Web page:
Children's centres closure will create 'super centre hubs'

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Plans to close eight children’s centres in Peterborough will go ahead.

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Families in Peterborough have lost their campaign to save eight children's centres from closure

The cuts, which will save the council £1.2 million a year, will not be reversed, despite a bid by councillors opposed to the closures to call in the original decision made in favour of cuts earlier this month.

The decision to go ahead with closures was upheld by 26 councillors in the vote held at an extraordinary council meeting on Wednesday night, with 23 voting against and one abstaining.

The cuts will see the city’s 15 children’s centres reduced to four ‘super centre hubs’, with three outreach centres to support them.

The four hubs will be set up at Honeyhill in Paston, East children’s centre in Eastfield, First Steps in Welland and Orton’s in Orton Malborne.

Outreach services will be provided from the existing Bretton, Fulbridge and Gladstone children’s centres.

The remaining eight centres will be handed over to schools or childcare providers.

Following a public consultation assessing the impact of closing the centres held between November 2013 and last month, Peterborough city council will set aside £100,000 to support changes made to the services.

Ed Murphy was one of the three Peterborough councillors who made the call-in request during a meeting of the council’s creating opportunities and tackling inequalities scrutiny committee on Monday.

He said members of the public attending the extraordinary council meeting were ‘outraged and distressed’ when they heard the verdict.

‘We prepared an alternative financial strategy to keep centres open with universal access, but unfortunately that was not taken forward,’ Mr Murphy said.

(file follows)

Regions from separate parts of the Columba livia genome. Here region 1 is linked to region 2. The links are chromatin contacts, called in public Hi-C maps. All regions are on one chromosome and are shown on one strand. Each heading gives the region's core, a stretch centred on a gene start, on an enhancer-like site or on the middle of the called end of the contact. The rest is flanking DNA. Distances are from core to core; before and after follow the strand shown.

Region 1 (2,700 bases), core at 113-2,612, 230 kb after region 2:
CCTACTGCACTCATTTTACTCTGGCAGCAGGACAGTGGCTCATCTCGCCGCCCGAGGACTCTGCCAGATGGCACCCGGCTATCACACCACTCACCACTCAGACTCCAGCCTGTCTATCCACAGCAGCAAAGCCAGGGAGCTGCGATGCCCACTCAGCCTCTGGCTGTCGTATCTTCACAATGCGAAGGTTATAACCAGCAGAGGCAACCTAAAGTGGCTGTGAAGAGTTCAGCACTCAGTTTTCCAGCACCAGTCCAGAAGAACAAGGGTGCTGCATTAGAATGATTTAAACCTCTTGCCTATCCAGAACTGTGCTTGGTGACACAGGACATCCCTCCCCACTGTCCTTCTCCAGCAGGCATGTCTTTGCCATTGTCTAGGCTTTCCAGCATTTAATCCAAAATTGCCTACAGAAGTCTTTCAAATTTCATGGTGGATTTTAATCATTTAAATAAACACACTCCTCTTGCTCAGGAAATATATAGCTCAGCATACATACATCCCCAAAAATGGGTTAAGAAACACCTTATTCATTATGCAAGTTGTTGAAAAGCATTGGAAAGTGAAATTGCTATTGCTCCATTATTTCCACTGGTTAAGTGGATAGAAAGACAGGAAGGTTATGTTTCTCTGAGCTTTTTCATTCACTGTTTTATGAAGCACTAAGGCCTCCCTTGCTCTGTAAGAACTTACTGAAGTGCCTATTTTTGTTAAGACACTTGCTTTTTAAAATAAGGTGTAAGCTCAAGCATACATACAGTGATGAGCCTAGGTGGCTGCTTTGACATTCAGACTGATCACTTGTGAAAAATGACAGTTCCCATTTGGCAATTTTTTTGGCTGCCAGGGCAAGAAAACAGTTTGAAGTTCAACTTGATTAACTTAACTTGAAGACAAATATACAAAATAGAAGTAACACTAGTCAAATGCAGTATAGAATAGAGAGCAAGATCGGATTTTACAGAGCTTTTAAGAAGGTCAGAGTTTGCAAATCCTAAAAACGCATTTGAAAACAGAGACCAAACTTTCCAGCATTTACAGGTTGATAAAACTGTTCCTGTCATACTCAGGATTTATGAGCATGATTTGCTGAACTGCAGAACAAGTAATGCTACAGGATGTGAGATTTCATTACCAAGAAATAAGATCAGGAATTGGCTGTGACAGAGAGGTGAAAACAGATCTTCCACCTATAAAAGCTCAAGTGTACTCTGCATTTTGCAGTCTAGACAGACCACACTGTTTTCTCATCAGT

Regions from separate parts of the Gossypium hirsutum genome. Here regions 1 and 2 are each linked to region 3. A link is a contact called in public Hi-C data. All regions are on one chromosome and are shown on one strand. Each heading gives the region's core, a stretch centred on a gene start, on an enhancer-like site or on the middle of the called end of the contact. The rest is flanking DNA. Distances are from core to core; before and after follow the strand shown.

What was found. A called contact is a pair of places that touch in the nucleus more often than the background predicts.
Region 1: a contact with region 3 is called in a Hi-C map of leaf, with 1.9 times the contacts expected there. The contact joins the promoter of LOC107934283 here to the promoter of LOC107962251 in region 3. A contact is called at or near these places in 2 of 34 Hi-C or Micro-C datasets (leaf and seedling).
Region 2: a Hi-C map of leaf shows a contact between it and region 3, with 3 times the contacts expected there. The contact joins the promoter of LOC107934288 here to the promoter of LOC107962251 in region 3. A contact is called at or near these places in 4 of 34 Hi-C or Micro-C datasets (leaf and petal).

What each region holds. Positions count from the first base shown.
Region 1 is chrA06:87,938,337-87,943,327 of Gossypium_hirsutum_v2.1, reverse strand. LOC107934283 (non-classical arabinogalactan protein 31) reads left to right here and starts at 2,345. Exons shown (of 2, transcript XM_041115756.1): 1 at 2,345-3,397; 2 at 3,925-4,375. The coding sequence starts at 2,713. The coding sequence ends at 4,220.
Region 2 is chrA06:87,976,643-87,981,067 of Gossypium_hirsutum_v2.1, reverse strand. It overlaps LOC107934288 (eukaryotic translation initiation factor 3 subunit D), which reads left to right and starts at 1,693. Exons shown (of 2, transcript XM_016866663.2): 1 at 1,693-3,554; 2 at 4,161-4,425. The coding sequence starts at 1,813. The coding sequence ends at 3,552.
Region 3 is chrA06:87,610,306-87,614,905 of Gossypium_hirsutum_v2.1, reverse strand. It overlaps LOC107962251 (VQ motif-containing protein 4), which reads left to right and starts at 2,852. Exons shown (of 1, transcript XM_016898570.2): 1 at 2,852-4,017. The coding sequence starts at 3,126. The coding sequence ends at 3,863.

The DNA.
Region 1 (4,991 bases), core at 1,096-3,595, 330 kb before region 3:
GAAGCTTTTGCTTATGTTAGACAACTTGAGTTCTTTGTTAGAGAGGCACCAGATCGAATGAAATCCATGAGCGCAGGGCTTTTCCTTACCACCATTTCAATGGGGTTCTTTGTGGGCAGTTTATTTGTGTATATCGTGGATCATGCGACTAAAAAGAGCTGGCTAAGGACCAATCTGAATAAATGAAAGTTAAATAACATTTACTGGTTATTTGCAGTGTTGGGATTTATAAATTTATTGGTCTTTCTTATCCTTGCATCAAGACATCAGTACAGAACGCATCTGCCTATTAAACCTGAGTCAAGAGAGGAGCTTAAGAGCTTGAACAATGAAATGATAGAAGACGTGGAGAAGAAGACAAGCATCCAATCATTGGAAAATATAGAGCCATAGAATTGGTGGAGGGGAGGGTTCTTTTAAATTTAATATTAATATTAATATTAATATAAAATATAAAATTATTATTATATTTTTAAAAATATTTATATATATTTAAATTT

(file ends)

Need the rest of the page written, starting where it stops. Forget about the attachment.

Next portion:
‘We stand to lose eight centres, and the others won’t be able to cope. It could be critical for some children.  Giving a disabled child access to a sensory room could be the difference between that child communicating ever in its life or never. The decision will also be very costly to social and health services and will cost the council more in the long run. It’s a false economy.’

Conservative councillor Sheila Scott, who is also the cabinet member for children’s services, pointed out that 40 per cent of the council’s Government funding has been cut since 2010.

‘Peterborough City Council is not ceasing services for children – but we now have to provide those services in different ways. The proposals we have put forward will make sure that families will still be able to access services from children’s centres in Peterborough, with those who are the most vulnerable being our priority.'

She added, ‘This is no different to difficult decisions being made by every other council across the country.  We all have to rethink, quite radically, what local government can do for people and in what areas people are going to have to do much more for themselves with our support.’

However, the Labour and Co-operative councillor remains optimistic that the local elections in May will see the plans reversed.

He said, ‘Peterborough is one of the councils that is expected to change control. I will be calling on all parties to reinvest in children’s services. They won’t have closed all the buildings by then. There is still hope, sometimes common sense does win through.’